'for' loops and time



  • In one of my earlier jobs, I worked for a company that handled SMS messages for TV shows. Each show did something different with such messages, but they all passed through our server. I was building a framework to make it easier to develop apps that used these SMS messages.

    One of the things I had to do back then was receiving a list of messages, extract from it the messages within two given periods, and then sorting it by the hour the messages were received. Quite easy, right?

    <FONT color=#008080 size=2>DateTime</FONT><FONT size=2> start, end;</FONT></FONT><FONT size=2>

    </FONT><FONT color=#008000 size=2>//Assing some value to the variables above.

    </FONT><FONT size=2></FONT><FONT color=#0000ff size=2>for</FONT><FONT size=2> (</FONT><FONT color=#008080 size=2>DateTime</FONT><FONT size=2> dt = start; dt < end; dt = dt.AddHours(1))</FONT></FONT><FONT size=2>

    {

    </FONT><FONT color=#008000 size=2>    //Get the messages from the list in a foreach loop, if the hour matches, append them into another list.

    </FONT><FONT size=2>

    }

    Where DateTime is a structure from .NET whose name is self-explaining enough.

    However, the project manager couldn't understand what was between the parenthesis. No, he'd never seen in his entire life any for loop that didn't go like "for (int i = 0;...". You could substitute another variable name for the 'i', but that's it. He'd argue about a for loop if it used floating points instead of integers.

    I tried explaining to him that the things between the ';'s are commands, all optional, and that you could do practically anything between them. A "for (;;)", for example, would be an infinite loop, akin to "while (true)". So I was just creating a DateTime variable and incrementing its hours with each iteration, until it reached some limit. But no, he argued it was plain wrong because he couldn't understand it.

    We were done for the day, but the next day I found he altered my code (the one checked out in my machine, instead of checking in a version into the CVS system he'd set up himself). It was something like:

    <FONT color=#0000ff size=2>

    for</FONT><FONT size=2> (</FONT><FONT color=#0000ff size=2>int</FONT><FONT size=2> month = startingMonth; month < endingMonth; month++)</FONT>

    <FONT size=2>{</FONT><FONT size=2>

    </FONT><FONT color=#0000ff size=2>    for</FONT><FONT size=2> (</FONT><FONT color=#0000ff size=2>int</FONT><FONT size=2> day = 1; day < 32; day++)</FONT>

    </FONT><FONT size=2>    {</FONT></FONT><FONT size=2>

    </FONT><FONT color=#008000 size=2>        //Code to change the value of i if the first loop is still in the first iteration and it doesn't begin on day 1.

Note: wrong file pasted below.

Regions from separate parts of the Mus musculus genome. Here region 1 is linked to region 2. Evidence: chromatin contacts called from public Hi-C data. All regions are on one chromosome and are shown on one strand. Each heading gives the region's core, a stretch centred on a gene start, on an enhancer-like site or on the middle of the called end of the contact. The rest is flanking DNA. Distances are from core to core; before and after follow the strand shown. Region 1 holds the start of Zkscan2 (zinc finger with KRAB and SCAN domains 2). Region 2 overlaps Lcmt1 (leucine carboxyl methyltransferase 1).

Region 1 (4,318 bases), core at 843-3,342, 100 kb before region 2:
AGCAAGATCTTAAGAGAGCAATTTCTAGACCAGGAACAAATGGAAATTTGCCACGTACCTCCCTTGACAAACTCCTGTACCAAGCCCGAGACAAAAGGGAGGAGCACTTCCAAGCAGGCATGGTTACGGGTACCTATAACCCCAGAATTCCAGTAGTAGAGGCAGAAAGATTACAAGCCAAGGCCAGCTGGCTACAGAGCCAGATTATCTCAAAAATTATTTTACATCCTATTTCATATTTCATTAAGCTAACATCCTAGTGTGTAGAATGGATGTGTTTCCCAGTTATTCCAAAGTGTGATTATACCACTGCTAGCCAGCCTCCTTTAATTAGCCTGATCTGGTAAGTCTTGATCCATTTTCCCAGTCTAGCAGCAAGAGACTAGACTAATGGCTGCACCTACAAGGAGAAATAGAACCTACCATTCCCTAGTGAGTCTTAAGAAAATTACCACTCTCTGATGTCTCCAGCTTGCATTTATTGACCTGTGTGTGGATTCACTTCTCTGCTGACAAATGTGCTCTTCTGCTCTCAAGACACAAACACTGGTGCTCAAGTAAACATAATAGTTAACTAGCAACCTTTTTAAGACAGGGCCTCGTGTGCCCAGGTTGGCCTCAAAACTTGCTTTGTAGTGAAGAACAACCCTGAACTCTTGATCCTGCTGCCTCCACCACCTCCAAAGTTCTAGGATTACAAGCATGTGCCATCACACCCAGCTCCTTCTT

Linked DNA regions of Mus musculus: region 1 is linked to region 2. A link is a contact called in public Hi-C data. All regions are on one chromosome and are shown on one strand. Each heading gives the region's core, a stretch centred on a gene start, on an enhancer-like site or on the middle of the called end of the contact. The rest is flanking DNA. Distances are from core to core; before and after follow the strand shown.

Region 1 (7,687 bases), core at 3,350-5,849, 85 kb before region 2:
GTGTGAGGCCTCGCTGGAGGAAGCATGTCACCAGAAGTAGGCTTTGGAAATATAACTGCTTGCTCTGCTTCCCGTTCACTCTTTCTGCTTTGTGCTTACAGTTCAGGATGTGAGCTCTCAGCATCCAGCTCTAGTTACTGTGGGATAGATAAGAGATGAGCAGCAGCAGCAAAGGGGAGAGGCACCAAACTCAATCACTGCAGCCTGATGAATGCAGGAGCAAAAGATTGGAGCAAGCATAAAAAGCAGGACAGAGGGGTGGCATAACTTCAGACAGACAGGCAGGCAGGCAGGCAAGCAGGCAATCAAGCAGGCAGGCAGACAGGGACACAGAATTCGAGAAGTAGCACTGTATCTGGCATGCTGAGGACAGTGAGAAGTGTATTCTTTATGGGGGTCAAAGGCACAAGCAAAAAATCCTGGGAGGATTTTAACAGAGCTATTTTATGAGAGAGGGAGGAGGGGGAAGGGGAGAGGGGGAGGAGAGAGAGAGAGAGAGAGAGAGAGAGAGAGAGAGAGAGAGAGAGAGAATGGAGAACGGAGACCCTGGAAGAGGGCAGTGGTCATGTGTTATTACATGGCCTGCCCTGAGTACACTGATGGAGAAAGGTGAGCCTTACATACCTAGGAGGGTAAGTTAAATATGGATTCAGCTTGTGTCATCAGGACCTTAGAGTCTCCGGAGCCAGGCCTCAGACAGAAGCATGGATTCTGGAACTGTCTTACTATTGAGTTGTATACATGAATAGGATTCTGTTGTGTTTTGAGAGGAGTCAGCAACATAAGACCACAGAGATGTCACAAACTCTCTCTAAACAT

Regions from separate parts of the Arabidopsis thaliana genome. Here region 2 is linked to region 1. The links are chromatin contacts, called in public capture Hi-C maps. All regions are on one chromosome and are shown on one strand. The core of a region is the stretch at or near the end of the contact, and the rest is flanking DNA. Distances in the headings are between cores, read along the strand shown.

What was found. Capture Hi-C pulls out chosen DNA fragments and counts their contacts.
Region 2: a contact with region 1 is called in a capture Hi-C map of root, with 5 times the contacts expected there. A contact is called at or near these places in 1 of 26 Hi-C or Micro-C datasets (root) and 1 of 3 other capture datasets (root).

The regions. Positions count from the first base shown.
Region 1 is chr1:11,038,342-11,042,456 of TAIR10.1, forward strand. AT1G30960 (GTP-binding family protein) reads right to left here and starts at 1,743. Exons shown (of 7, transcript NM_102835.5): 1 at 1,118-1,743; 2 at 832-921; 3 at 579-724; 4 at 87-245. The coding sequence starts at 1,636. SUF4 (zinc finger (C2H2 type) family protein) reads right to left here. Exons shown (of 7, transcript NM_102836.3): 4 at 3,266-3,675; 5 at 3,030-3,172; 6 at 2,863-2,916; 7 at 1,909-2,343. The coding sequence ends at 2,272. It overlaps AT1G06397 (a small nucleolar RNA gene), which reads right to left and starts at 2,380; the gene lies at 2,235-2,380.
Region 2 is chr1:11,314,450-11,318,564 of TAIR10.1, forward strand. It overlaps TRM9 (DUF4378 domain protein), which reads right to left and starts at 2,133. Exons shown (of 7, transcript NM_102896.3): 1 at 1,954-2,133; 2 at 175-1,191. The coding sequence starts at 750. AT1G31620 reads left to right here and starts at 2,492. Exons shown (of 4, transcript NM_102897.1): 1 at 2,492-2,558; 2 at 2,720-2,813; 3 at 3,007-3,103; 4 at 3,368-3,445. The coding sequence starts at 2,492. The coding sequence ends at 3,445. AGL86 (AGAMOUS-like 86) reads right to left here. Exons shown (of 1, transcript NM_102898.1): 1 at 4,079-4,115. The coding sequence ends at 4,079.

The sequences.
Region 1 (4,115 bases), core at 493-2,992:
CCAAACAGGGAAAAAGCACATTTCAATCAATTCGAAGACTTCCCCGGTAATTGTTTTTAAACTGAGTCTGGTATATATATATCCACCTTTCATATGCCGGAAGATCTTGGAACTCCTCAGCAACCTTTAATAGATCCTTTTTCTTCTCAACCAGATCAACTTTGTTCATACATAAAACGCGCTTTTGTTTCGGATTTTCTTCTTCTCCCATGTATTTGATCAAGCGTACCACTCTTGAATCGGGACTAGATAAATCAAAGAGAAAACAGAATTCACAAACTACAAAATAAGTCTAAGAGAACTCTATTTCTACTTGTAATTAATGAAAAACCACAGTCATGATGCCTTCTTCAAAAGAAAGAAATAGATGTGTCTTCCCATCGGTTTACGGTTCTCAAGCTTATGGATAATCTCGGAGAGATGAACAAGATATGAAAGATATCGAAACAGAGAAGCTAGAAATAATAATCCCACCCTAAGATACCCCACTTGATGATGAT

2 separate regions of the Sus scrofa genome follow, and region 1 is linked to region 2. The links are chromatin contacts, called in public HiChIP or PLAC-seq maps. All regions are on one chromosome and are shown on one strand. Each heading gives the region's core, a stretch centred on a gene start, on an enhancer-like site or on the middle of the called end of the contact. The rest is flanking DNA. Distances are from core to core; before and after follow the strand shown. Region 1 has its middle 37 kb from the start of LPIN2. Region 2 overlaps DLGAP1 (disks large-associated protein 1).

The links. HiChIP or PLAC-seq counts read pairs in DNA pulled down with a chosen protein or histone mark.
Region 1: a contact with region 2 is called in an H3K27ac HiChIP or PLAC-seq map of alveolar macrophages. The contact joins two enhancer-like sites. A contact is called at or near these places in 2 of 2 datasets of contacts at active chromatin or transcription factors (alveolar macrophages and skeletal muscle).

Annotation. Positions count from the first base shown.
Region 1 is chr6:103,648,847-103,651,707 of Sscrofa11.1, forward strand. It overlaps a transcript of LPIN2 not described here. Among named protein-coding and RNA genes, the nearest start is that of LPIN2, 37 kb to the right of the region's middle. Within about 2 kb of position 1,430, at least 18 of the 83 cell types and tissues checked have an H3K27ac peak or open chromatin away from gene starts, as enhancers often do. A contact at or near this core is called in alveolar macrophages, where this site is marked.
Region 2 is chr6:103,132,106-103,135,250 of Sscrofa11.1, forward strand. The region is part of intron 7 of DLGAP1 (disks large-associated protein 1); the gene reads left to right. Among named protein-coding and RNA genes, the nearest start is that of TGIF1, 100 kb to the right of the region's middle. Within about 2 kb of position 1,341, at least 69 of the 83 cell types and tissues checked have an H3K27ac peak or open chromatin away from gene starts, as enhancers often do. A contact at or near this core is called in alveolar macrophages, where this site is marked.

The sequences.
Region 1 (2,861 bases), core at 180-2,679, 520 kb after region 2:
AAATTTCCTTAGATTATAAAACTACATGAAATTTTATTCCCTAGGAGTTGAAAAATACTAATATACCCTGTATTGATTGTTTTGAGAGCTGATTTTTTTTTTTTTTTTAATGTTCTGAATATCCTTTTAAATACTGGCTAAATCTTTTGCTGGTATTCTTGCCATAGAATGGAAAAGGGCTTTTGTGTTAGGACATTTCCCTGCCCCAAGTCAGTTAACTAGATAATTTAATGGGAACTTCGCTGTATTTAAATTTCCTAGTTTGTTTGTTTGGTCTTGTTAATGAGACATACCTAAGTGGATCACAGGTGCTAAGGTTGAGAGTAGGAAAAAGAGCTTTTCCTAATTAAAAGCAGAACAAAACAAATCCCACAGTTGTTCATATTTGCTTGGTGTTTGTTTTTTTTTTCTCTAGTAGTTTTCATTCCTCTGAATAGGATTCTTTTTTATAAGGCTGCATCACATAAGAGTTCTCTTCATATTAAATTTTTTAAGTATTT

</FONT><FONT size=2>

    </FONT><FONT color=#008000 size=2>        //Code to deal with the 6 months that don't have more than 30 days.

    </FONT><FONT size=2></FONT><FONT color=#008000 size=2>        //Code to deal with leap years.</FONT></FONT><FONT color=#008000 size=2>

    </FONT><FONT size=2></FONT><FONT color=#0000ff size=2>        for</FONT><FONT size=2> (</FONT><FONT color=#0000ff size=2>int</FONT><FONT size=2> hour = 0; hour < 24; hour++)</FONT>

    <FONT size=2>        </FONT></FONT><FONT <P><FONT size=2>{ </FONT></FONT><FONT mce_keep="true" <p> </FONT><FONT mce_keep="true" <p>

    </FONT><FONT color=#008000><FONT size=2>            //Actual productive part of the code. Appends messages matching the time into another list.</FONT>

    </FONT>

    <FONT size=2>        }</FONT>

    <FONT color=#008000><FONT size=2>        //code to change halt the loop prematurely if the first loop is in the last month and doesn't go until the last day of the month.</FONT>

    </FONT>

    <FONT size=2>    }</FONT>

    <FONT size=2>}</FONT>

    <FONT size=2>And it still didn't handle the problem we'd have months later when we wanted messages between the December of a given year and January of the year that came right next, for example. *sigh*...</FONT></FONT>



  •  What an idiot. Shouldn't be to touch a computer at all. Anyway, you could have just changed that into a while loop, maybe he is more familiar with that...



  • Quite a WTF. Did you confront him? (I'm well aware that being young and/or new greatly diminishes one's ability to confront a superior about their WTF-ery.)